Falling in with a good crowd and wasting your days is the reserve of the solo traveller. I moved to the North side the very next morning, picked up yoga – I was severely knotted after lots of riding – drank enough rum to start throwing things, chewed on magic seeds (but didn’t climb the beanstalk) and went for one fine ride-out with a ten strong scooty crew, losing everyone at least once along the way. I’d already seen everything in Hampi, but the people kept me there in a happy bubble longer than I’d intended.
Backpacker hostels reemerged as I drilled my way south, whistling through Bangalore and Chennai, keeping the yoga up at local studios. I explored the ruins at Mahabalipuram slowly, in full armour in the mid day swelter. I spent a couple of days in Pondicherri, getting repairs and visiting the independent commune society of Auroville, with their weird dedication to ‘The Mother’ and collective meditation to a giant Crystal ball. Stranger as they seem, their giant golden UFO, the Matrimandir, doesn’t fail to impress with its lavishness – all golden disc panels – and engineering ambitiousness.
I was the proverbial nomad in what was emerging as the softer part of India. The roads were good enough, there was no danger of becoming stranded or isolated and even the near misses felt more comfortable. My Badventure was in danger of becoming an actual holiday. Only a holiday filled with temples and monuments I was entirely lackadaisical about (come on… it had been over six months of temples) and cities that all looked the same to me. Busy, noisy and dusty. I was looking for adventure, but failing that just somewhere nice to hang out for a while. I sprinted through towns after a superficial assessment and saved up days to spend somewhere I hadn’t discovered yet. Somewhere I could congeal with another good crew.
I stayed in Pondicherri, a French colonial town of quaint seaside boulevards and leafy parks, while Pongal festival was going on. With classical French blasé, the festival of harvest seemed to be celebrated minimally with just nods, “Happy Pongal!” and the occasional street painting.
My intended departure was scuppered by a club night that, after reportedly dancing “energetically” (I thought it was good...) and being escorted out at closing time, saw me drunk enough to forget where I’d parked my motorbike. I’d been against the idea of riding there in the first place and was now trapped pacing aimlessly around the side-streets. A midnight monster looking for victims. But no worries, this is India. After ten minutes someone offers to help, finds the bike embarrassingly quickly and pockets my fifty rupees for a job well done.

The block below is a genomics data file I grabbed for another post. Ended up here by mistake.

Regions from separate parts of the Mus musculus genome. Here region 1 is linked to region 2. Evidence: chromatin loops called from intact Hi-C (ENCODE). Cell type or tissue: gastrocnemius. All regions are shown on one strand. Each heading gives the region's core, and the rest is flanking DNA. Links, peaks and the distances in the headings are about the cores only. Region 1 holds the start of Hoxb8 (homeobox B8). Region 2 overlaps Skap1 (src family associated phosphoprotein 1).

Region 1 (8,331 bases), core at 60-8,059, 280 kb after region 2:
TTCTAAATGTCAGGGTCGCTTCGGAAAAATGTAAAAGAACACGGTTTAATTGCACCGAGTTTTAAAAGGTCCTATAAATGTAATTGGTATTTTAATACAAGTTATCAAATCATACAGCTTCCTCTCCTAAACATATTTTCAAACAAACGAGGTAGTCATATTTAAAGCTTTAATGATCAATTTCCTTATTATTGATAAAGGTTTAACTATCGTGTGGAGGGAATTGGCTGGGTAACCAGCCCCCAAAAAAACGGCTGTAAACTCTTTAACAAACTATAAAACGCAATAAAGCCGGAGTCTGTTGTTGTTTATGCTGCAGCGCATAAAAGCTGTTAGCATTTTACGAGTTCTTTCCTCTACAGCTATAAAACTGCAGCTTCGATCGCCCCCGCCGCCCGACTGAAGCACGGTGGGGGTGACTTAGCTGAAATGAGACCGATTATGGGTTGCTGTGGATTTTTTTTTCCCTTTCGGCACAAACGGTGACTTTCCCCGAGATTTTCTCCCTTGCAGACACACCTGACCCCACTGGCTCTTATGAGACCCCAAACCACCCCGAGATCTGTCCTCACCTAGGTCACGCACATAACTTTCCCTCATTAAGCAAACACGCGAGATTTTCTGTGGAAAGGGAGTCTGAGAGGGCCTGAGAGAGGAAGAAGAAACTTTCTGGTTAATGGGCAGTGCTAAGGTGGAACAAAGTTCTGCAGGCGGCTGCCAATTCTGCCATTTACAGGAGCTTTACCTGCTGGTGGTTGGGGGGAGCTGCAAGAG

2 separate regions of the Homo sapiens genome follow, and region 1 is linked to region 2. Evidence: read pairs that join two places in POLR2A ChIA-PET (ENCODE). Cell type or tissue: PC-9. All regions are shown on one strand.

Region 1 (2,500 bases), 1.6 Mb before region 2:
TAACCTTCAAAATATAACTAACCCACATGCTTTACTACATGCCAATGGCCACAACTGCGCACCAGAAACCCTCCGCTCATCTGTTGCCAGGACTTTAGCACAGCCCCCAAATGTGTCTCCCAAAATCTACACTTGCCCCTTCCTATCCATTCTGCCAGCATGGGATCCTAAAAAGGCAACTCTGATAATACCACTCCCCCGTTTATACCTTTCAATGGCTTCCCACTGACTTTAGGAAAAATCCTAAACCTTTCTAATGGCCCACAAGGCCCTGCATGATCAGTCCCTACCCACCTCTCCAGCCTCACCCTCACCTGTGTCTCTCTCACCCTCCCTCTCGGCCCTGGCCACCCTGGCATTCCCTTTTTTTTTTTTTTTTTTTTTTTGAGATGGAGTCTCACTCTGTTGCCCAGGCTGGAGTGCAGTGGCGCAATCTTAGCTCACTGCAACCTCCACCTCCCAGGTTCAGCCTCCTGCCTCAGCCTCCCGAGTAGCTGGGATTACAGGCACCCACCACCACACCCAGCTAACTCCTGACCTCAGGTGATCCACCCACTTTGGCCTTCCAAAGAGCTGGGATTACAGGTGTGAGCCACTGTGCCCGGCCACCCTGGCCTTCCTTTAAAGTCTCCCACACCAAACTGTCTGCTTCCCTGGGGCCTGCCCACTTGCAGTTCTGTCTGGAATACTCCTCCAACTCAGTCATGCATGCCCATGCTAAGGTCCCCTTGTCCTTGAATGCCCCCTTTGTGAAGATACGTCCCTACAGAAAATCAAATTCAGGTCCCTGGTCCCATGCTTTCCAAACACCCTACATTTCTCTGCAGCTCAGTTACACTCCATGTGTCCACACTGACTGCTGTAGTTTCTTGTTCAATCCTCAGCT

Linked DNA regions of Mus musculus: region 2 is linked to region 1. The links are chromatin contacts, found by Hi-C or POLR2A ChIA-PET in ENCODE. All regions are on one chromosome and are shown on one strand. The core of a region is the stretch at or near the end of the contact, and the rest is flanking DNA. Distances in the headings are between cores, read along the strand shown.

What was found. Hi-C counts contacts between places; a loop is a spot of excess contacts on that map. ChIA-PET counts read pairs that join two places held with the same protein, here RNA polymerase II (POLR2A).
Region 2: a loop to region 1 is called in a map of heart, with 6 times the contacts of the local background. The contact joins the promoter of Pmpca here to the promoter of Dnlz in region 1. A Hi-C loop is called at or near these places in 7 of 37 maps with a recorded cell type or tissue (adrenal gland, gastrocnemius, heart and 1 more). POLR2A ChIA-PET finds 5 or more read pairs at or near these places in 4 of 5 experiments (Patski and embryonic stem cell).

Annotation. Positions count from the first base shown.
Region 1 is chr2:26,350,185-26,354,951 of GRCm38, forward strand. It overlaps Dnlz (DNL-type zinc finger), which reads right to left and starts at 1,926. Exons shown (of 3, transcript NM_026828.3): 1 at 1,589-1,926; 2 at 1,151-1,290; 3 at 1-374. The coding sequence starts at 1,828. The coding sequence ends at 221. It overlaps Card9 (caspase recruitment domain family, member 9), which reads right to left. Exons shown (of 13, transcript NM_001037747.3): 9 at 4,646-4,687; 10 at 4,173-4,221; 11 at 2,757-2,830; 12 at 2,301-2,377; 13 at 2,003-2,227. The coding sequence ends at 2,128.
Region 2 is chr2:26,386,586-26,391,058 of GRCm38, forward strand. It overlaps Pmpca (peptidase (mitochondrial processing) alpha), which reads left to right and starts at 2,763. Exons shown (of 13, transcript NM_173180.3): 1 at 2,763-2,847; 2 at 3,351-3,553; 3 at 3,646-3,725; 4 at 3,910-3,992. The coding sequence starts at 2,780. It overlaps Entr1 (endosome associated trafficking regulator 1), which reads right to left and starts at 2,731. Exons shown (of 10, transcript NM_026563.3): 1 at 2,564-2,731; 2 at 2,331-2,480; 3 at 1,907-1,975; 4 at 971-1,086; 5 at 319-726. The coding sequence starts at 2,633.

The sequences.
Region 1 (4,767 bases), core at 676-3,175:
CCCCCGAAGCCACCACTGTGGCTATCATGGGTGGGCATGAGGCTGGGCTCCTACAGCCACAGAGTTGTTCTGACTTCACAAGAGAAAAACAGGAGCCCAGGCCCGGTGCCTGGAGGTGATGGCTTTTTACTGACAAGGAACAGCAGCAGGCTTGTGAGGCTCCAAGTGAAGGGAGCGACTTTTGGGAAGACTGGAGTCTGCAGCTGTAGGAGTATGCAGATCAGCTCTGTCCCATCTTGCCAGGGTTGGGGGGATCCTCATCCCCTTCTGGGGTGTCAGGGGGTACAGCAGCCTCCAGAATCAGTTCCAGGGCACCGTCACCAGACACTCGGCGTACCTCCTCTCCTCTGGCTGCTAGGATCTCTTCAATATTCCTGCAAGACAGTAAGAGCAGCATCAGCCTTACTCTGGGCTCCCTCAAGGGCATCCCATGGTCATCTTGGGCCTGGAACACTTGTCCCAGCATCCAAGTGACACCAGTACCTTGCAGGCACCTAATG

But here’s the thing. If there’s ever a sign you’re too drunk to ride it’s being unable to find your motorbike. With another hundred rupees and a few words of encouragement (I don’t think he could ride a motorbike, but neither could I in that condition) my new friend dropped me back outside the hostel.
Back in the fold of backpacker friendships, being too hung over to ride would become a minor trend in my ascent of the west coast. I booked an extra day in Pondicherri, showed great restraint to stay dry that night despite the party vibes and set off for Tiruvannamalay, a Hindu pilgrimage town teetering with old hippies, the next morning. The beak of Arunachala Hill, sacred to Lord Shiva, looms above the city while huge, bone-white intricately carved towers cast their own shadows on the streets below. Bike unloaded into a cheap guesthouse I did the usual walkabout, strangely at peace and content with the ‘energy’ of the place. People walked, draped in top-to-toe white lungi and vests, others wearing entirely black, all barefoot amongst the thin spread of litter and cow shit. Friendly smiles were returned as I dropped the occasional head waggle at someone staring my way – I still had my biking armour and big boots on.
Paul, from the Wirral, unexpectedly turned up after dark, supposedly finished with his watercolour that had captivated him all day in Pondicherri. We’d met in the hostel and, riding his 150cc Honda Hero piece of junk, kick-starting it back into life every time we stopped in traffic, accompanied me for a couple of local rides. My four-hour journey was pretty incomparable with his epic battle into the night, chugging away at a modest fifty kilometers an hour.
I was glad he caught me up. His avant-garde interpretations of destiny and predetermination, based on some frankly fucking wild, quite worrying (he didn’t seem mad?) scenarios where he’d received pictures of himself, in the future, along with paintings he’d yet to make from a computer in a university library that refused to turn off even though the power was pulled. The stories were entertaining and led to some nourishing, crazy discussions that were at stark contrast with the serenity of the Ashram we paced around. Or maybe I just hadn’t taken the drugs required to fully comprehend the implications.
My future was (thankfully) unwritten. Tomorrow unplanned and unrestrained. Only one big milestone was within striking distance. To plant my feet on the southern most tip of India, Kanyakumari. The convergence of three oceans.
It represented a real turning point in the trip. From there on in I’d be riding only north, alongside the beautiful Kerala coastline and bridges across salty backwaters.
The descent down the East coast would soon be over – blasting through desert, long highways, busy metropolises and weird cults in just a couple of weeks – always racing towards longer, warmer days and, ultimately, the tropical beaches that had evaded me to date.
…The Badventure was in danger of becoming a holiday. And I needed it.